Feeling uninspired at work? You’re not alone. Only 30 percent of employees in the U.S. feel engaged at the office, according to a 2013 Gallup report. Research shows engagement—being involved, committed, passionate, focused and energetic—has a clear impact on job performance as well as life outside the office, says Christine Porath, an associate professor of management at Georgetown University’s McDonough School of business. When we are excited and energized about going to work—and enjoy what we do—those positive feelings translate to our personal lives as well, wrote Porath and two research colleagues in a paper they published in the journal Organizational Dynamics.
Although it might seem that happiness at work is the key to overall work/life satisfaction, Porath says being happy actually isn’t the goal. Thriving is. Thriving, she has written, means “being engaged in creating the future,” both your company’s and your own. Thriving employees have a bit of an edge, she wrote. “They are highly energized but they know how to avoid burnout.”
See also: The New Rules for Career Happiness
Energy and Learning
“Thriving individuals have a spark that fuels energy in themselves and others too,” wrote Porath. Thriving has two crucial components: vitality and learning. Vitality is the sense of being energized and feeling alive at work. Learning means growing through new knowledge and skills. Across industries and job types, Porath and her colleagues found that employees who fit the description demonstrated 16% better overall performance (as reported by their managers) and 125% less burnout (the employees reported) than their colleagues.
To thrive, you’ve got to have both elements. If people lack vitality at work but are learning they will likely hit a wall and feel depleted. On the flip side, if someone has lots of energy at the office but no opportunities to learn and grow, they are likely to feel stagnated.
And yes, there are things we can do individually, says Porath, to make our work more enjoyable and meaningful.
Chunk your work
Start by examining at the way you work. Research has shown that the ideal way to work is in very focused, 90-120-minute increments. “After that we see diminishing returns on performance,” Porath says. “Think strategically about focusing in an absorbed way while you’re working. Try not to multi-task. Most of us tend to toggle in between projects, but if you can plan your work out in those shorter increments, you’ll perform better. Think sprinter, not marathoner.”
In order to feel energetic physically and cognitively, research suggests we have to recover from intense demands of work. Take a break. Even if your organization doesn’t offer formal avenues for renewal like on-site exercise classes, it’s usually possible to schedule your own breaks. “Step outside the office, get back in touch with someone who was looking for you, take a walk, a bike ride or just eat lunch away from your desk,” says Porath. Exercise is one of the best ways to build up vitality. “One thing I try to teach our MBAs at Georgetown is that we get a cognitive performance boost after exercise.”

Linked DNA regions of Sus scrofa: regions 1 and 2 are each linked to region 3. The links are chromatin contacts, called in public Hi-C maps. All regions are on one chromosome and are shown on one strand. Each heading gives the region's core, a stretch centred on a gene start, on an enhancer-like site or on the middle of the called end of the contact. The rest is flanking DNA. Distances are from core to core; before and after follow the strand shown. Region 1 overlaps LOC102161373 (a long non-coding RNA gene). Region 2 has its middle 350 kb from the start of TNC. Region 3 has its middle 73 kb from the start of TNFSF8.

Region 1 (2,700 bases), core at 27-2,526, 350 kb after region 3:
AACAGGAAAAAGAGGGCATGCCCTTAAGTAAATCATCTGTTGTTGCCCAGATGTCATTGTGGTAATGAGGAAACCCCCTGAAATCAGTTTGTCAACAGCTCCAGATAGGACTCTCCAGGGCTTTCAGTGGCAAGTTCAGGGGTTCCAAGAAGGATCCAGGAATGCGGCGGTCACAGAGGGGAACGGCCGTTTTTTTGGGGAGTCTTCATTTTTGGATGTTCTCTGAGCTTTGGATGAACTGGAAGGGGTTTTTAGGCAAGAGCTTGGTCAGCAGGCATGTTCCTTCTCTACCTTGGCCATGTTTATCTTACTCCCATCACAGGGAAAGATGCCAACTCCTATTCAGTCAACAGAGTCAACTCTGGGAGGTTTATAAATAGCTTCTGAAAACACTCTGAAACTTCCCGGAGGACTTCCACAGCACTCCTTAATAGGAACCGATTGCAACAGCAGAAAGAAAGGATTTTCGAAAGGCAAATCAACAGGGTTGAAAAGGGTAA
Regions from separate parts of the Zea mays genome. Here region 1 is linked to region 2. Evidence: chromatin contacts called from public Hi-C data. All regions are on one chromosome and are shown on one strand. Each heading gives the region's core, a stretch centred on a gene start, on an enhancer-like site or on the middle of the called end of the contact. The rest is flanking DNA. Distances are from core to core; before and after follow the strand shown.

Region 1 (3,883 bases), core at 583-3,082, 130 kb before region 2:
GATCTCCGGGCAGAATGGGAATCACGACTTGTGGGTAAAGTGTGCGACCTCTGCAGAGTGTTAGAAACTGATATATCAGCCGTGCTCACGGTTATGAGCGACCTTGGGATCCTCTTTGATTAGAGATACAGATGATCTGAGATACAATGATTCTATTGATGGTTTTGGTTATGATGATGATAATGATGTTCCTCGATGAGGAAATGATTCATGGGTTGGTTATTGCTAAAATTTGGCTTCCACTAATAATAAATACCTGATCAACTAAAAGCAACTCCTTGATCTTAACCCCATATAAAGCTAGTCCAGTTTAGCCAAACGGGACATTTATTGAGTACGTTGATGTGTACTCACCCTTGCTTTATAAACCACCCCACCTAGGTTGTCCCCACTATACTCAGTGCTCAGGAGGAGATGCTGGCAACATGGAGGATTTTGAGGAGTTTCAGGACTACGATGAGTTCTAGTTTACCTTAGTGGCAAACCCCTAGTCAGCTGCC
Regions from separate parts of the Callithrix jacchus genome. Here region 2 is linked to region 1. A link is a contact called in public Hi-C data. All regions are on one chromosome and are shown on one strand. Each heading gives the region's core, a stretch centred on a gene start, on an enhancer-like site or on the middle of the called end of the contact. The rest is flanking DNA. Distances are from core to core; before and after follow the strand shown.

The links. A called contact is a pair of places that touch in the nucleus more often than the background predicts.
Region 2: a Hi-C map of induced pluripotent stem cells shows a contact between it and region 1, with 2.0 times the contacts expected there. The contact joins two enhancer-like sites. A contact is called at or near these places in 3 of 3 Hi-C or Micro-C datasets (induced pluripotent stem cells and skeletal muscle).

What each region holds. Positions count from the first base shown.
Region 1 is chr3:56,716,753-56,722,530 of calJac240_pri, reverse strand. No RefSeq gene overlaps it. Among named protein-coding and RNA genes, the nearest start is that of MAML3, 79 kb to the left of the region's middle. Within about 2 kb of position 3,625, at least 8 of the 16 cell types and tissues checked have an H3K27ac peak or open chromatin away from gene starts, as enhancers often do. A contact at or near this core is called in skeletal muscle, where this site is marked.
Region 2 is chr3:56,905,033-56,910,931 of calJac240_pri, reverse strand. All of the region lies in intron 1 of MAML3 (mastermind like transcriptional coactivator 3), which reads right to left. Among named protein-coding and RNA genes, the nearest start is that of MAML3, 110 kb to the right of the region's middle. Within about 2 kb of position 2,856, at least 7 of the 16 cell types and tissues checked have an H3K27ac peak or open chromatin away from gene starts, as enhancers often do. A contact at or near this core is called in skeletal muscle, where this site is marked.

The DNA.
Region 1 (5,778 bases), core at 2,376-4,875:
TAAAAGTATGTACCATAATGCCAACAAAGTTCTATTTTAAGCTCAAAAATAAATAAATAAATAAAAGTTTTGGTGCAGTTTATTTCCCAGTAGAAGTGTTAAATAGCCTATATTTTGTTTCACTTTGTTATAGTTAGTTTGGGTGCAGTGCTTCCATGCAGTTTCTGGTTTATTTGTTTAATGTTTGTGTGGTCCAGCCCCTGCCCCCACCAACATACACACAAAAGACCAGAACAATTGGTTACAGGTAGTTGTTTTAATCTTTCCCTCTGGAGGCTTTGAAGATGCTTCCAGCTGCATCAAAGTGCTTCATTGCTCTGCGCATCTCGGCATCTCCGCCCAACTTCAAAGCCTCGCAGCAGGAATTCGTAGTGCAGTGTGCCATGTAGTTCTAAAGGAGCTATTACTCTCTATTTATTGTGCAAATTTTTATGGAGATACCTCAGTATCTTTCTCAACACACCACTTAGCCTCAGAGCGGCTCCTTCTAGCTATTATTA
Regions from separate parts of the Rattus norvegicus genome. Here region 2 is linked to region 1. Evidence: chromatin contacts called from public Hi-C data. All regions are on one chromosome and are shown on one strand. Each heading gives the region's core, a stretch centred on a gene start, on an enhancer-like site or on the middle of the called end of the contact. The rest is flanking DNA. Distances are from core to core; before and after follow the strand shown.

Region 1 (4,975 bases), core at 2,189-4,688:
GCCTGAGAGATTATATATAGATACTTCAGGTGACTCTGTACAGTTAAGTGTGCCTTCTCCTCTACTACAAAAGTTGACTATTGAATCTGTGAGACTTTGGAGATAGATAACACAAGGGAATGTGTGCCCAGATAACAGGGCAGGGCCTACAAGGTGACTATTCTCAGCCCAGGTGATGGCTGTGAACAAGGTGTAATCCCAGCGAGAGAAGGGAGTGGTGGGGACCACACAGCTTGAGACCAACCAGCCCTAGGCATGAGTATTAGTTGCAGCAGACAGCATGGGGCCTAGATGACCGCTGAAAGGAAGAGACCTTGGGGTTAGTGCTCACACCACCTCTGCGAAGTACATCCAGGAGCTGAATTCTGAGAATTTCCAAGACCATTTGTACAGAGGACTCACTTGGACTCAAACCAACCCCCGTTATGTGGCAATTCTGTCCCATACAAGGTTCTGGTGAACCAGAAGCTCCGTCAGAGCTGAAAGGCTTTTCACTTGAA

Avoid energy suckers
Invest in relationships that energize you, and limit contact with people who sap your energy, says Porath. “I’ve done a lot of work on incivility. De-energizing people have four to seven times the impact on you as energizers, so if at all possible, stop or minimize your interactions with de-energizers. Communicate through secretaries if possible, and don’t choose to be on projects or teams where you might be involved with them.” Instead, find relationships at the office that help you grow.
See also: Burned Out? Or Just Bummed?
Seek out challenges
Learn a software program, volunteer for a new role or responsibility at work or take a management course. If those opportunities don’t exist at your organization, seek them outside the office. Look for leadership opportunities in the community that allow you to hone your management skills. “Keep looking for the next challenge,” says Porath.
Find meaning in your work life
Getting your emotional and psychological needs met counts too. That usually happens when we believe that our work—or that of our company—is meaningful and contributes to the greater good. Not every company serves a grand purpose, so you may have to create the meaning yourself, says Porath. “If your job doesn’t naturally have a strong purpose or mission, get involved with an organization that impacts your community positively and bring that into the office,” Porath recommends, pointing to an office products firm in Chicago that created a program to deliver backpacks filled with school supplies to some of the poorest, most disadvantaged schools in the city. “These folks were selling office and packaging supplies, but the employees had also created this backpack program and it became a huge initiative at the company,” she says. “It wasn’t part of their every day job but it still gave their work lives meaning.”
Porath says bringing projects like this into your company and involving colleagues makes everyone feel “a stronger sense of relatedness. That’s a basic growth need of people. And it helps you individually to be more thriving,” she says. “You will feel happier being at the office and more supported by your organization.”
Early in her career, Porath learned the importance of a meaningful, enjoyable professional life. She worked in sports management and describes it as a toxic environment. “Now my whole life—but especially my work life—is far healthier,” she says. Porath knows her work as a teacher and researcher has an impact. “I absolutely put into practice what I learn, that’s why I became a part of this field. If you are disengaged for too long, it will affect your health and well being. People take that home with them and it has a negative carry-over affect on the rest of your life.”
Photo credits: Office: Jasper White/Stone/Getty,Man: Jasper James/Stone/Getty